Daniel Boone and his family lived here from 1779 to 1782. His son Israel, nephew
Thomas, and brothers Edward and Samuel are buried here.

KY 418 returns you to Lexington.

For more information, contact: Lexington Convention and Visitors Bureau, 301 East
Vine St., Lexington, KY 40507, (800) 845-3959.

Day Trips & Short Stops

Finger licking good

When you’re 65 it’s time
to start thinking about slowing down, maybe retiring. Right? Not if your name
was Harland Sanders. When he was 65, after selling the restaurant/motel he’d lovingly
nurtured, he started the fast-food industry. Armed with $105-his first Social
Security payment-he set out to franchise his secret chicken recipe and cooking
method. Seven years later, he sold the corporation for $2 million.

We’re talking about Colonel Sanders, of course, and how fast food has changed
the way America eats.

The original Colonel Sanders Café is still in Corbin, serving as a museum attached
to a KFC. Touring it, you’ll discover that the Colonel’s marketing genius originally
had very little to do with chicken. His specialty was the Colonel’s Country Ham
Breakfast-an overflowing plate of Smithfield ham, eggs, grits, biscuits, and red-eye
gravy. It cost $1.70 back in the 1950s, which was, Sanders said on the menu, "Not
worth it, but mighty good."

In the Café Museum you’ll find original restaurant furnishings from the 1940s,
an open kitchen where the Colonel perfected his method of pressure frying (which
gave birth to the fast food industry), and one of the Colonel’s hallmark white
suits and specially crafted canes, as well as other mementos of the Colonel’s
life and the KFC chain’s history.

Find the Colonel Sanders Café & Museum at Junction US 25E & 25W, Corbin,
KY 40701, (606) 528-2163.

Outdoor Log

Winter hiking

The small camp stove threw enough heat to warm up the lighthouse where we’d stopped
for a mid-morning break. Savoring the hot chocolate we’d brewed, we leaned back
to comfortably enjoy the view while ice bells tinkled in our ears.

Across the valley, cedars were green silhouettes against a sky so blue it was
painful. Icicles, some more than 25 feet long, hung like daggers from the cliff
lines. Down below us a creek flowed like a black ribbon through the frozen crystals
of hoarfrost coating the meadow weeds. A doe, drinking at the stream, suddenly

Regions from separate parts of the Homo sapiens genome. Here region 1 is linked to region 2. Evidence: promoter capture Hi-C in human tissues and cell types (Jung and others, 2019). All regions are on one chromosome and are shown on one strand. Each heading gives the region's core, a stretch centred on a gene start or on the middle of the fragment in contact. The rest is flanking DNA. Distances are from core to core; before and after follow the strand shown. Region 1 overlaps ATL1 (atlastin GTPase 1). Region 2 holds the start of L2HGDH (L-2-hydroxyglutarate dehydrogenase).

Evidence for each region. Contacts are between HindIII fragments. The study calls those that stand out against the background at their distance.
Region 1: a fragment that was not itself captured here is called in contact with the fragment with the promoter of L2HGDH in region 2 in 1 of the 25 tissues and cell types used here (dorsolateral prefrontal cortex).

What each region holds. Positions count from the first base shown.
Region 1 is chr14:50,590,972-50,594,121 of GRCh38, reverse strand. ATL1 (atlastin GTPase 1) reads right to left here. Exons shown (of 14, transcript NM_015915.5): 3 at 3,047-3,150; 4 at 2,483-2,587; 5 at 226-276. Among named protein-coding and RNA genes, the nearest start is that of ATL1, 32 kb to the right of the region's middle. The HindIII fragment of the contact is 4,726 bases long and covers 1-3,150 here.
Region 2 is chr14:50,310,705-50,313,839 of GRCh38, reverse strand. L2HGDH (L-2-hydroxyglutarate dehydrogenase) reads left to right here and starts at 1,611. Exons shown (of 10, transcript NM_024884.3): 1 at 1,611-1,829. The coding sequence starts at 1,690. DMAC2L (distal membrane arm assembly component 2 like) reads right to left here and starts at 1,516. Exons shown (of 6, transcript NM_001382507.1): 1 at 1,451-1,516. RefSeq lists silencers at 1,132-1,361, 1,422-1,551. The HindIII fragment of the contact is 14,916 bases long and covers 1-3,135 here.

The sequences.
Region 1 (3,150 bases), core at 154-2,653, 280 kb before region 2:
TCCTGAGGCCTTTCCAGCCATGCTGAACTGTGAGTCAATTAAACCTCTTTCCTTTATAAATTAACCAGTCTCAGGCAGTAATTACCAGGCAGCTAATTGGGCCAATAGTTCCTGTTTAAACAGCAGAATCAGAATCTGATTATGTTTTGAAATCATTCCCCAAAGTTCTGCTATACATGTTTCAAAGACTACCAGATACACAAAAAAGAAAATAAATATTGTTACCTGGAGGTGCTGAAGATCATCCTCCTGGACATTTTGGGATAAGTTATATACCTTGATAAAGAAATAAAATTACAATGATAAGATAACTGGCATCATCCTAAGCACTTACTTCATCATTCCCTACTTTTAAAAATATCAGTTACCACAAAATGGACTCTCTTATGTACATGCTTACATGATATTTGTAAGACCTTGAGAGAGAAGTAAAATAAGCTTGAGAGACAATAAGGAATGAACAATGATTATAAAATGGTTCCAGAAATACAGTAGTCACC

lifted her head at the crack of a frozen tree limb.

Hiking and camping in the winter brings special joys to outdoor enthusiasts. The
air is clearer, the views sharper, the wildlife less wary. At no other time does
Mother Nature change the acts in her floor show more dramatically. And best of
all, you’ll likely have the woods to yourself.

This is a shame, because cold weather can mean quality time in the woods, so long
as you are prepared for it. You’ll require more energy for just about any task,
and have to take steps to protect yourself from cold and wet. But there’s nothing
difficult about doing this.

The whole secret is thermal control. You want to keep yourself comfortably warm,
but not overheated. This means dressing in layers that are easily removed or put
back on as necessary.

Stay away from cotton. Cotton readily absorbs moisture from rain, melting snow,
or sweat, and holds it. Instead, you want materials that will pass moisture, dry
quickly, and retain their insulating qualities when wet. By and large this means
wool and synthetics like fleece.

Start, therefore, with polypropylene, silk, or thermal underwear. Over that add
a layer of lightweight fleece or wool. Then a second thin layer. We prefer garments
that button, snap, or zip all the way down, because pullovers can be awkward when
the wind is blowing. Over all of this goes a wind suit, to protect you from rain
and wind.

The total should be whatever it takes to keep you warm and dry when you are sitting
still. When you are active, your body will generate more heat, so one or more
layers come off. Above all else, avoid working up a sweat-a guaranteed way of
getting chilled, or even contracting hypothermia.

Even if you’re only day hiking, it pays to carry a lightweight cook stove and
some of your favorite energy bars or nuts. Nothing picks you up quite like a hot
cup. It takes moments to brew some tea, cider, chocolate, or soup. But those are
moments worth spending several times during the day.